If the stock market weren't all a fraud, there would be more millionaires. And, face it, no system sold accounts for things like stock manipulations, "creative bookkeeping", dummy corporations, companies buying politicos to pass laws forcing people to buy their product. But, in the end, remember, the system is stratified with levels of individuals controlling larger and larger pools of money. In any finite hierarchical system, there has to be a top level. If there are finitely many people on earth, the New World Order members are at the top. They control all the money, it flows by their whim, not by natural laws! They control the disbursing of funds to bring about the social effects they want. They provide the fraudulent stock market numbers to keep the "rank and file" from getting rich.
TegiriNenashi
not rated yet Apr 10, 2014
Didn't PBS run documentary about it? "The Wolf of Wall Street"
Noumenon
3 / 5 (4) Apr 10, 2014
A) Our investors gained money over the past 23 years.
vs
B) Our investors lost money over the past 23.1 years

If someone is trying to tell you how good they are at investing your money for you then you'd evaluate them differently based on these two statments, wouldn't you?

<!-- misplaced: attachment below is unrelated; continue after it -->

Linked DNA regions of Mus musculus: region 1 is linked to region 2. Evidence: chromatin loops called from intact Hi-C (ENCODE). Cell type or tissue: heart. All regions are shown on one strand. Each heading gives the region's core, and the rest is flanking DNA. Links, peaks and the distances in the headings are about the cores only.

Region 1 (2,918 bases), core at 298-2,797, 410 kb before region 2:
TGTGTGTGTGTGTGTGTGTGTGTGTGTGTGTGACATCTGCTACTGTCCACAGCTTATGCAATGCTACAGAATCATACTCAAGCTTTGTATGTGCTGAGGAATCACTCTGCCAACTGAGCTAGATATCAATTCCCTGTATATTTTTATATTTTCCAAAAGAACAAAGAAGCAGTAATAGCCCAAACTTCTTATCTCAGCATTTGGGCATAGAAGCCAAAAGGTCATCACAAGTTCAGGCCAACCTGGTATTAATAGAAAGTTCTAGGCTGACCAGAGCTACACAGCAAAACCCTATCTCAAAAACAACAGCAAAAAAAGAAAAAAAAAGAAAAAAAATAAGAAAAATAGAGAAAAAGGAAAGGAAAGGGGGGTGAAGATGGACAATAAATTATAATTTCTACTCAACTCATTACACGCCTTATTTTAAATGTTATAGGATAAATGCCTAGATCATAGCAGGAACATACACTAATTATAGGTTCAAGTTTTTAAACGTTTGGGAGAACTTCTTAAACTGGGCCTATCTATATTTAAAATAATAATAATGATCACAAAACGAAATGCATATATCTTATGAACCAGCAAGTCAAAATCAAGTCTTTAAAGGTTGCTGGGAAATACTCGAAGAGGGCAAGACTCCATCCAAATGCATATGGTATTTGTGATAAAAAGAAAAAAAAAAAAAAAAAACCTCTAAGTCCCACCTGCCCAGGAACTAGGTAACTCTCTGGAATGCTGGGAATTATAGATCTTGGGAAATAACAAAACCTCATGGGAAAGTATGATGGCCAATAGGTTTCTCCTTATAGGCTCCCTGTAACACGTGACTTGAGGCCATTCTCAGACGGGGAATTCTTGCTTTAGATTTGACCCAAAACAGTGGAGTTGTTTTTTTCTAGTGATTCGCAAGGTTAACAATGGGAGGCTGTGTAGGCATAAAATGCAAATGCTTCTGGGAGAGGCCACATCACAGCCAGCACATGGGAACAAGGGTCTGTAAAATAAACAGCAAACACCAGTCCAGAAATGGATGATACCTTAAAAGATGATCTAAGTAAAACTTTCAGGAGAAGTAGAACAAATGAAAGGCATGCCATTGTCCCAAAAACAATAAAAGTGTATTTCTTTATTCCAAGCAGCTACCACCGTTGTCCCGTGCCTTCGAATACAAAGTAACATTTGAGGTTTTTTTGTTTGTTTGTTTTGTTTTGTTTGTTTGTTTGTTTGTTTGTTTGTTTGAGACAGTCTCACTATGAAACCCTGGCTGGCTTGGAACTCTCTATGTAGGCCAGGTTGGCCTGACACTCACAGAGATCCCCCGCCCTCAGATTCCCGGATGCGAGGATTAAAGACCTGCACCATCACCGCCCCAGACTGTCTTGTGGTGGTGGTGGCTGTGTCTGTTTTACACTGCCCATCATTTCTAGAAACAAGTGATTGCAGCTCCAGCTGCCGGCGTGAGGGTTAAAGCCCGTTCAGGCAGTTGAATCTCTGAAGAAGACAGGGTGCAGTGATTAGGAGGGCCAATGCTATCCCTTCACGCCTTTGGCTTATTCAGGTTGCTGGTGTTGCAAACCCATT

No,... B only matters to those who invested 23.1 years ago, not to you as a new prospective investor. In investing what is important is the trend, A, not the entire history. Most stock money is made during up and down movements, and moved around more frequently than that.

Also, a stock market crash is not necessarily indicative of a particular stocks worthiness. Generally it effects all stocks regardless of future potential. Proof: there has been several crashes and yet people are still making money in the stock market.
antialias_physorg
not rated yet Apr 10, 2014
It's simple: Does the company have a history of making or losing money for the vast majority of their clients? If they have a history of losing money for their clients, would you invest in them?
I wouldn't.